The world’s first floating city prototype: Busan, South Korea

Artist performance with courtesy Oceanix, BIG-Bjarke Ingels Group.

The United Nations, a floating urban architectural firm called Oceanix, and the South Korean city of Busan on Tuesday unveiled the prototype for a floating, sustainable version of the main shipping hub.

Floating cities could be a way to mitigate the effects of sea level rise caused by climate change. “Sea level rise poses an existential threat to some small islands and some low-lying coasts,” according to policy makers’ concluding remarks in the latest UN IPCC report in late February. Rising sea levels threaten coastal electricity and transport infrastructure, according to the report.

Since 1880, the average global sea level has risen between eight and nine inches, according to Climate.Gov, a portal for science and information on climate change operated by the National Oceanic and Atmospheric Administration.

One third of this sea level rise has occurred within the last 25 years. In the United States, average sea level rise is projected to be between 10 and 12 inches by 2050, according to NOAA.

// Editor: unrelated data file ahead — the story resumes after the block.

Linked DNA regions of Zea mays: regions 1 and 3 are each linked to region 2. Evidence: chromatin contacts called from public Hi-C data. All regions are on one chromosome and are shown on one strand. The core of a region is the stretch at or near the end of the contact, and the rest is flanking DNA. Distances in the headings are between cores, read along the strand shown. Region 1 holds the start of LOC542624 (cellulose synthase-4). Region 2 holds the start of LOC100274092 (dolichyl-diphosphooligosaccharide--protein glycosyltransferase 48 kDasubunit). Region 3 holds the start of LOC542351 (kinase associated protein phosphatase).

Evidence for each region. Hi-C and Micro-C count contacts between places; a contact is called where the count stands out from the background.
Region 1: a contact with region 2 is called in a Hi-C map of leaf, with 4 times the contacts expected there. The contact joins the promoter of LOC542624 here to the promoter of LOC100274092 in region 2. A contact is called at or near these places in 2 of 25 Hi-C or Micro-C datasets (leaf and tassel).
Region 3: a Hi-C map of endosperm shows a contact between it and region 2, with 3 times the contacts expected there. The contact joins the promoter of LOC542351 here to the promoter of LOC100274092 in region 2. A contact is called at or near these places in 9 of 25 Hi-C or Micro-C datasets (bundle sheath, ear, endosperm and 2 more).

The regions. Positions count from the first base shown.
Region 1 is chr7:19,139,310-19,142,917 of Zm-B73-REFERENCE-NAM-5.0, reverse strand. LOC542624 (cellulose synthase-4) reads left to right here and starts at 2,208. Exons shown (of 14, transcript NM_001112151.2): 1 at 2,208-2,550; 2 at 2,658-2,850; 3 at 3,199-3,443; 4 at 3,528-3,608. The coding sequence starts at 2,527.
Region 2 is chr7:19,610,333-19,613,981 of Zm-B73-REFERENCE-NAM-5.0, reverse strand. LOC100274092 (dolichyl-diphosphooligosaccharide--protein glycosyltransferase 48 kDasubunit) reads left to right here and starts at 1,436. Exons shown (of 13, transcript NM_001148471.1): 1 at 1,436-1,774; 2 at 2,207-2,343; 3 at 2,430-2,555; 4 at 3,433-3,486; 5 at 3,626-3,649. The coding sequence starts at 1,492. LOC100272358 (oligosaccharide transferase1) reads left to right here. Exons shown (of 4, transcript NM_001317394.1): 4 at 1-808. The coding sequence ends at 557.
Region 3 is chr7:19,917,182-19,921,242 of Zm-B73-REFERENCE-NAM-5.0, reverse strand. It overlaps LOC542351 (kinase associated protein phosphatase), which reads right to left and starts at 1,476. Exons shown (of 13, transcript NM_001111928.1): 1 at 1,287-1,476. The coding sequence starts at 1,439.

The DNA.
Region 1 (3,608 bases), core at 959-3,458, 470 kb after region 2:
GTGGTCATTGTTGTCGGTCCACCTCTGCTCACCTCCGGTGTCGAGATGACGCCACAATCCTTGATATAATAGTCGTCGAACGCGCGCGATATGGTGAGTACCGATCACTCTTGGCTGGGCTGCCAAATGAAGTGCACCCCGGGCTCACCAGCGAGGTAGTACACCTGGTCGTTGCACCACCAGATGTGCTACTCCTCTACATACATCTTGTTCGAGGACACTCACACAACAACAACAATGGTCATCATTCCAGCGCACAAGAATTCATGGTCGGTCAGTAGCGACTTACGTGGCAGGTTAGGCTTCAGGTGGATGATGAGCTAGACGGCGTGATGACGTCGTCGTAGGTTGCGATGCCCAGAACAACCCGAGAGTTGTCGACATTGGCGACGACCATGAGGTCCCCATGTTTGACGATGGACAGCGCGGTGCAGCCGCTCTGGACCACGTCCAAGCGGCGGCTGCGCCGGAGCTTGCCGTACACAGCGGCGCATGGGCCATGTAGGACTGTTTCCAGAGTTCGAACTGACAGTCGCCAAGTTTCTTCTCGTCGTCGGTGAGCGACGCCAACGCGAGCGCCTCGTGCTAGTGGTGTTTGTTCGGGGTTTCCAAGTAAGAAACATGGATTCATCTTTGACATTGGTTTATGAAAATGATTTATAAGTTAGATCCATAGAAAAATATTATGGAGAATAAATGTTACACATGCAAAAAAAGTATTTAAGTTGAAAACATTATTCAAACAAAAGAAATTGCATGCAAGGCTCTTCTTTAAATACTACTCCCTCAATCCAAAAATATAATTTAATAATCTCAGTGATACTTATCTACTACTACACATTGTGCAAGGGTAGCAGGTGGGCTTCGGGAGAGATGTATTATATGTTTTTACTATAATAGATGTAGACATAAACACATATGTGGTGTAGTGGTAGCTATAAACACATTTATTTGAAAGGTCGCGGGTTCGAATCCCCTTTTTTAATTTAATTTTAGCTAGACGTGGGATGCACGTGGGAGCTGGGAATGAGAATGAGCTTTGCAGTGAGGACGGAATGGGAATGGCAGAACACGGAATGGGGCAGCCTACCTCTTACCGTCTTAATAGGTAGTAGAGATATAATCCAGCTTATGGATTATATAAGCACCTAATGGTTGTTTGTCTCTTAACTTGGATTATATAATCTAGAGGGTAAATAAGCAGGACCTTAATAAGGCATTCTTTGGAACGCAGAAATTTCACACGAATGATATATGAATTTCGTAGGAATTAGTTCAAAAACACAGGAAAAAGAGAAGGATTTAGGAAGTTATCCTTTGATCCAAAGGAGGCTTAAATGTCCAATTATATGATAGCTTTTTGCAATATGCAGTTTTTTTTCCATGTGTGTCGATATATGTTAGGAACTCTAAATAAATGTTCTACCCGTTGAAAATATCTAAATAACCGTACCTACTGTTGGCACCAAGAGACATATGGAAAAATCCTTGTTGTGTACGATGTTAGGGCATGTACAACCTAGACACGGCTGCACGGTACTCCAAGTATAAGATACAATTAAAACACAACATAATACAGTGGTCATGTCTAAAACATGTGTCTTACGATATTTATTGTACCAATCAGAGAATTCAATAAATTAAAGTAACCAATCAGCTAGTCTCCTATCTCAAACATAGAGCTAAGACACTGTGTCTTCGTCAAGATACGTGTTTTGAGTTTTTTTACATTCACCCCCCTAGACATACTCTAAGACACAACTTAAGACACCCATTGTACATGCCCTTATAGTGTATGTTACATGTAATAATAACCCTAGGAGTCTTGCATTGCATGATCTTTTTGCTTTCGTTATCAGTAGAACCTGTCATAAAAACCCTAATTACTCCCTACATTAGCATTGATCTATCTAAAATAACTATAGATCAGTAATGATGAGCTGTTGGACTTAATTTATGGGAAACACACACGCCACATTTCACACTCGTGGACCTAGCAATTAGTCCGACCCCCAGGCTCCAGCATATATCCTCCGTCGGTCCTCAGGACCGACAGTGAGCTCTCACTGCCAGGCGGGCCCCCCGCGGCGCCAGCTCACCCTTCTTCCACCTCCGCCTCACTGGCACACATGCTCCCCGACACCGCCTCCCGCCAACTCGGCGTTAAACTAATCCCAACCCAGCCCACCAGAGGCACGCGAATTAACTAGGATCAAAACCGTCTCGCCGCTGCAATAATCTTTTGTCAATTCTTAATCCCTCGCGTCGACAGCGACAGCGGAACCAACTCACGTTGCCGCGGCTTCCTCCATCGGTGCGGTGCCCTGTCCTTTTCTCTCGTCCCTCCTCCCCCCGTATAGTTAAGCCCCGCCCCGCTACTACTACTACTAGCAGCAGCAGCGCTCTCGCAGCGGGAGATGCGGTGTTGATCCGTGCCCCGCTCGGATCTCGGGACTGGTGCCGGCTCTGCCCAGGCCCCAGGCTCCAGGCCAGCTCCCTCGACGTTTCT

Busan is home to 3.4 million inhabitants and a critical port city. To adapt to rising seawater, Busan collaborated with the UN and Oceanix to develop a prototype of a floating city. Here are some photos shared by the company:

Artist performance with courtesy Oceanix, BIG-Bjarke Ingels Group.

The prototype is made of interconnected platforms covering a total of 15.5 acres of surface area. Each modular piece of the city is designed for a specific use, such as living space, research facilities or accommodation. Bridges connect different platforms.

Artist performance with courtesy Oceanix, BIG-Bjarke Ingels Group.

It envisions a community of 12,000 people with the capacity to expand to accommodate more than 100,000 people.

Artist performance with courtesy Oceanix, BIG-Bjarke Ingels Group.

The floating city is also fully sustainable with solar panels and all water used in the floating city will be treated and recycled.

Three years ago, the UN officially began examining floating cities as an adaptation to climate change.

Artist performance with courtesy Oceanix, BIG-Bjarke Ingels Group.

“We live in a time when we can not continue to build cities like New York or Nairobi were built,” said UN Deputy Secretary-General Amina Mohammed at the time. “We need to build cities knowing that they will be at the forefront of climate-related risks – from rising sea levels to storms. Floating cities can be part of our new arsenal of tools.”

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